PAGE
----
Knowing how to feed your bearded dragon is crucial for their optimal health and well-being.
If you are a new beardie owner or a prospective one, it can be a challenge to know what is a good option, and what one is not.
Today, I’m going to be uncovering what an optimal bearded dragon diet it.
From all the vegetables, fruits, and bugs that you can provide, all the way through to those foods which you would be best to avoid!
So, let’s delve in.
What Can Bearded Dragons Eat?
Bearded dragons eat a variety of insects (like crickets and mealworms), vegetables (such as kale and bell peppers), fruits (like strawberries and mango), and some commercial pellets.
Bearded dragons, being omnivores, require a diverse diet consisting of insects, fruits, and vegetables.
The ratio between these foods changes as the dragon matures.
Adult bearded dragons usually consume 80% plants and 20% insects, while the dietary needs of juveniles vary between 80% insects and 20% plants to an even 50-50 split.
To take it a step further, you need to ensure your dragon receives an optimal balance of specific vitamins and minerals, as we shall now explore below
What Fruits Can Bearded Dragons Eat?
Bearded dragons can eat a variety of fruits, favoring those with low sugar content. Optimal choices include berries, melons, and some tropical fruits, while high-sugar fruits should be given sparingly to avoid digestive issues.
|Fruit||Serving Size Suggestion||Serving Frequency Recommendation|
|Apples (peeled)||1-2 slices||Weekly|
|Apricot||1 fruit||Every other week|
|Bananas||1 small slice||Once or twice a month|
|Blackberries||3-4 berries||Every other week|
|Cantaloupe||1-2 slices||Every few weeks|
|Dates/Raisins||1 date/ small handful||Very rarely|
|Figs||1 fruit||Every other week|
|Kiwi (peeled)||1 slice||Monthly|
|Mango||1-2 slices||A few times a week|
|Papaya||1-2 slices||A few times a week|
|Pears (peeled)||1-2 slices||Very rarely|
|Raspberries||3-4 berries||Every few weeks|
Note: Always remove seeds and wash fruits thoroughly.
What Vegetables Can Bearded Dragons Eat?
Bearded dragons thrive on calcium-rich vegetables. Leafy greens, squash, and bell peppers are ideal. High-oxalate veggies, which bind calcium, should be limited.
|Vegetable||Serving Size Suggestion||Serving Frequency Recommendation|
|Acorn squash||Small slice||A few times a week|
|Bell peppers||1-2 slices||A few times a week|
|Bok choy||1-2 leaves||Every other week|
|Butternut squash||Small slice||2-3 times a week|
|Cactus leaves||1-2 leaves||Daily|
|Carrots||Small slice or 1-2 baby carrots||A few times a week|
|Cauliflower||1-2 florets||2-3 times a week|
|Celery||1-2 stalks||Every other week|
|Cilantro||Handful||Every other day|
|Collard greens||1-2 leaves||Daily|
|Cucumber||1-2 slices||Every other week|
|Dandelion leaves||1-2 leaves||Daily|
|Eggplant||Small slice||Once every two weeks|
|Green Beans||1-2 beans||2-3 times a week|
|Green cabbage||1-2 leaves||Every other week|
|Hibiscus||2-3 flowers||A few times a week|
|Lettuce (Romaine)||1-2 leaves||2-3 times a week|
|Mustard greens||1-2 leaves||Daily|
|Okra||1-2 pods||Every other week|
|Parsnip||Small slice||A few times a week|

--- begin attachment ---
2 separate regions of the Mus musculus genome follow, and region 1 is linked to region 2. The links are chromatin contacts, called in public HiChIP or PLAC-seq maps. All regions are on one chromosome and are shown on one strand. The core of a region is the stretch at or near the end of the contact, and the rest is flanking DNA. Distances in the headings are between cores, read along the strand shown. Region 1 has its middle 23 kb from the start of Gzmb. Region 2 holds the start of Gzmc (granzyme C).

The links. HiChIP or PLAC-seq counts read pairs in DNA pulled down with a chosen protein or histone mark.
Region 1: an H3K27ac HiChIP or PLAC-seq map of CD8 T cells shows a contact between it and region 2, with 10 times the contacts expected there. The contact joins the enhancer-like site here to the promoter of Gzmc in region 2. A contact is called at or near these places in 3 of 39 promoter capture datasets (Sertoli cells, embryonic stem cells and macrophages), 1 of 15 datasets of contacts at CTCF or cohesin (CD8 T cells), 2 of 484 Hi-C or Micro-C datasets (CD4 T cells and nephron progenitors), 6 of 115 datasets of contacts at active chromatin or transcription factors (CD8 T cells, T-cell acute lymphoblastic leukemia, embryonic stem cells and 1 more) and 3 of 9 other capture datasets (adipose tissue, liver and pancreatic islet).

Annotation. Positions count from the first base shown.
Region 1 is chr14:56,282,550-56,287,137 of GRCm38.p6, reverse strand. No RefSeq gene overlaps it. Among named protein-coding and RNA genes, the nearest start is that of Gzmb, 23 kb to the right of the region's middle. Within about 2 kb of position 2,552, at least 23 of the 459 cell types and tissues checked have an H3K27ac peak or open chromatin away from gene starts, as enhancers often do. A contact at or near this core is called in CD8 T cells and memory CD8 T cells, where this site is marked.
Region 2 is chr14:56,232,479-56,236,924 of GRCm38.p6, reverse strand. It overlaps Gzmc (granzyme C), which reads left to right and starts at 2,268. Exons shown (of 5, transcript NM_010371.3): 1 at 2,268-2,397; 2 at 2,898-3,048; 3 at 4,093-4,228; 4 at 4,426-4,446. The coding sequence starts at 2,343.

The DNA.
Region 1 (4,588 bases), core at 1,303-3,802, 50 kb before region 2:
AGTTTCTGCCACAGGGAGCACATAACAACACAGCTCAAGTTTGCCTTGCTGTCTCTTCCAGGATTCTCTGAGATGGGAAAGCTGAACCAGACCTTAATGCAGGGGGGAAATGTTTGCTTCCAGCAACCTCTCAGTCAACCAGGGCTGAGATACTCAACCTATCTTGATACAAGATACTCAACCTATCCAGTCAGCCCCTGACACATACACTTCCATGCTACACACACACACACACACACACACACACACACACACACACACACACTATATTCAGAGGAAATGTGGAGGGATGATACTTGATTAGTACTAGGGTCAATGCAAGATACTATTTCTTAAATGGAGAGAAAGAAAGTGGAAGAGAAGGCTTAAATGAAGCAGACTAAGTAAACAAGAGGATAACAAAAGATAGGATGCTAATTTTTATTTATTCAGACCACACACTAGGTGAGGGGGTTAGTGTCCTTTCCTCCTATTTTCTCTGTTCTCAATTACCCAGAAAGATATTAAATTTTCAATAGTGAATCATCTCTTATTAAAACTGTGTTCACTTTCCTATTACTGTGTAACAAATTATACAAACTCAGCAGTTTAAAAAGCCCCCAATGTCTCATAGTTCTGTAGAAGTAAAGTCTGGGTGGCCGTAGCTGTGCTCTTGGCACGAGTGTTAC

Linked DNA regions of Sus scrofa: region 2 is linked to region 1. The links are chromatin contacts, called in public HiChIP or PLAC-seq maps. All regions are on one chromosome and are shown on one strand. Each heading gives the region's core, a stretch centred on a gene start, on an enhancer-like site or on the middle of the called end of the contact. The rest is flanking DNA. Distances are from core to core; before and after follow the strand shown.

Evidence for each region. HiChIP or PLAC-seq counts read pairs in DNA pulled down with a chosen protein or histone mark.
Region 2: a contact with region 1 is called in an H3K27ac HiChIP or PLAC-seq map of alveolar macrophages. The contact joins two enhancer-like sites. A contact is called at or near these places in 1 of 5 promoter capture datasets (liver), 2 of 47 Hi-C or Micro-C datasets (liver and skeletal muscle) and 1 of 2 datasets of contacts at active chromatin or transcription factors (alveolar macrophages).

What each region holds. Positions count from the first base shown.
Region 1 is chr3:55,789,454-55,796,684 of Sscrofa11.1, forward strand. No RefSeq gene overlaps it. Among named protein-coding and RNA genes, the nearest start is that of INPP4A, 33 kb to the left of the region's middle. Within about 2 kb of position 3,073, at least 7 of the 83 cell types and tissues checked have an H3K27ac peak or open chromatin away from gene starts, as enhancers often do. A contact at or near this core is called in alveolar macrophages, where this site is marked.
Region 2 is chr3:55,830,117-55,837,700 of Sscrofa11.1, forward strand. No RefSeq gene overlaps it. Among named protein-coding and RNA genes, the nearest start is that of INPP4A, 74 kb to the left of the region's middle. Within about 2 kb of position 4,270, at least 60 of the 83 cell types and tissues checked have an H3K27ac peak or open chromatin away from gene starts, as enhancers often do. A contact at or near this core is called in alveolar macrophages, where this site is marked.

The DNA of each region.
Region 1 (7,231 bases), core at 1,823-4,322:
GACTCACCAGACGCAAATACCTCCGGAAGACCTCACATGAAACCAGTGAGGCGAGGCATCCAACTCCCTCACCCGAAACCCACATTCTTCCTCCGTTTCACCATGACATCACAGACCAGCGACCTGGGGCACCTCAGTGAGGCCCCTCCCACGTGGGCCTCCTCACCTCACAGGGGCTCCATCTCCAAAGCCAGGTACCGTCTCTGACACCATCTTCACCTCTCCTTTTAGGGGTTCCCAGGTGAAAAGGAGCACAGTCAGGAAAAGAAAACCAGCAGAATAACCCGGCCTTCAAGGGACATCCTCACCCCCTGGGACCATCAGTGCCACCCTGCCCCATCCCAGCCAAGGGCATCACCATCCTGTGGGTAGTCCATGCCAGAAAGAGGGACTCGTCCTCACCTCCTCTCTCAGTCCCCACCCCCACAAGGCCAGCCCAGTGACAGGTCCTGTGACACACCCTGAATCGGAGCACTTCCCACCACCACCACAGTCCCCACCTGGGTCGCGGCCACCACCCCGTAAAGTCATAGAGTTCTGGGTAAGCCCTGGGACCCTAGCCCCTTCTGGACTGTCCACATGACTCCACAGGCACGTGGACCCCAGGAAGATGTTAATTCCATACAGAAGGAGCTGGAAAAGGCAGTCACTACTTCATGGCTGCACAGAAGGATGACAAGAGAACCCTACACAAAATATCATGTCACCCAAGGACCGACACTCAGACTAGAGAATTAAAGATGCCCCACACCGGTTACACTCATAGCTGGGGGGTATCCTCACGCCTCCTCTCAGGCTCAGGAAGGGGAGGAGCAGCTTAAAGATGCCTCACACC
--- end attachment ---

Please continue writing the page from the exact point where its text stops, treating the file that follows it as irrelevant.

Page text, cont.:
|Peas||5-6 peas||Every other week|
|Pumpkin||Small slice||Every other week|
|Radishes||1-2 radishes||Every other week|
|Red cabbage||1-2 leaves||A few times a week|
|Spinach||1-2 leaves||Once a week|
|Turnip greens||1-2 leaves||Daily|
|Watercress||Handful||A few times a week|
|Yellow squash||Small slice||A few times a week|
|Zucchini||Small slice||2-3 times a week|
|Vegetable||Serving Size Suggestion||Serving Frequency Recommendation|
|Carrot tops||1-2 tops||Monthly|
|Sweet potato||Small slice||Monthly|
What Insects Can Bearded Dragons Eat?
|Insect||Serving Size Suggestion||Serving Frequency Recommendation|
|Grasshoppers||2-3 insects||2-3 times a week|
|Cockroaches (Dubia roaches preferred)||3-5 insects||2-3 times a week|
What Worms Can Bearded Dragons Eat?
|Worm||Notes||Serving Size Suggestion||Serving Frequency Recommendation|
|Butter Worms||Full of calcium and protein, excellent dietary supplement.||2-4 worms||2-3 times a week|
|Earthworms||Offer calcium and moisture; ensure they are rinsed before feeding.||1-2 worms||1-2 times a week|
|Mealworms (Adults only)||Popular for adults due to tough exoskeleton; avoid for young dragons.||5-6 worms (for adults)||Daily for adults|
|Phoenix Worms||High in protein and calcium; ideal as supplements.||4-6 worms||Daily|
|Silkworms||Packed with nutrients including protein, moisture, and minerals.||3-5 worms||2-3 times a week|
|Superworms||Packed with nutrients including protein, moisture, and minerals.||3-5 worms||2-3 times a week|
|Wax Worms||High in fat, considered a treat for dragons.||5-6 worms (max for adults)||Once or twice a week|
Note: Always ensure the worms are sourced from reputable suppliers to guarantee their quality and safety. Adjust feeding based on the dragon’s size and nutritional needs.
Miscellaneous Foods for Bearded Dragons
|Food Item||Description||Serving Frequency Recommendation|
|Eggs||Whether they’re scrambled, poached, or boiled, eggs can be a nutritious snack for bearded dragons. They’re packed with protein but should be offered in moderation due to their high-fat content. Avoid giving raw eggs as they can pose health risks.||Once every couple of weeks|
Note: Always remember that while these miscellaneous items can be a treat, the primary diet of a bearded dragon should be balanced with vegetables, fruits, and insects.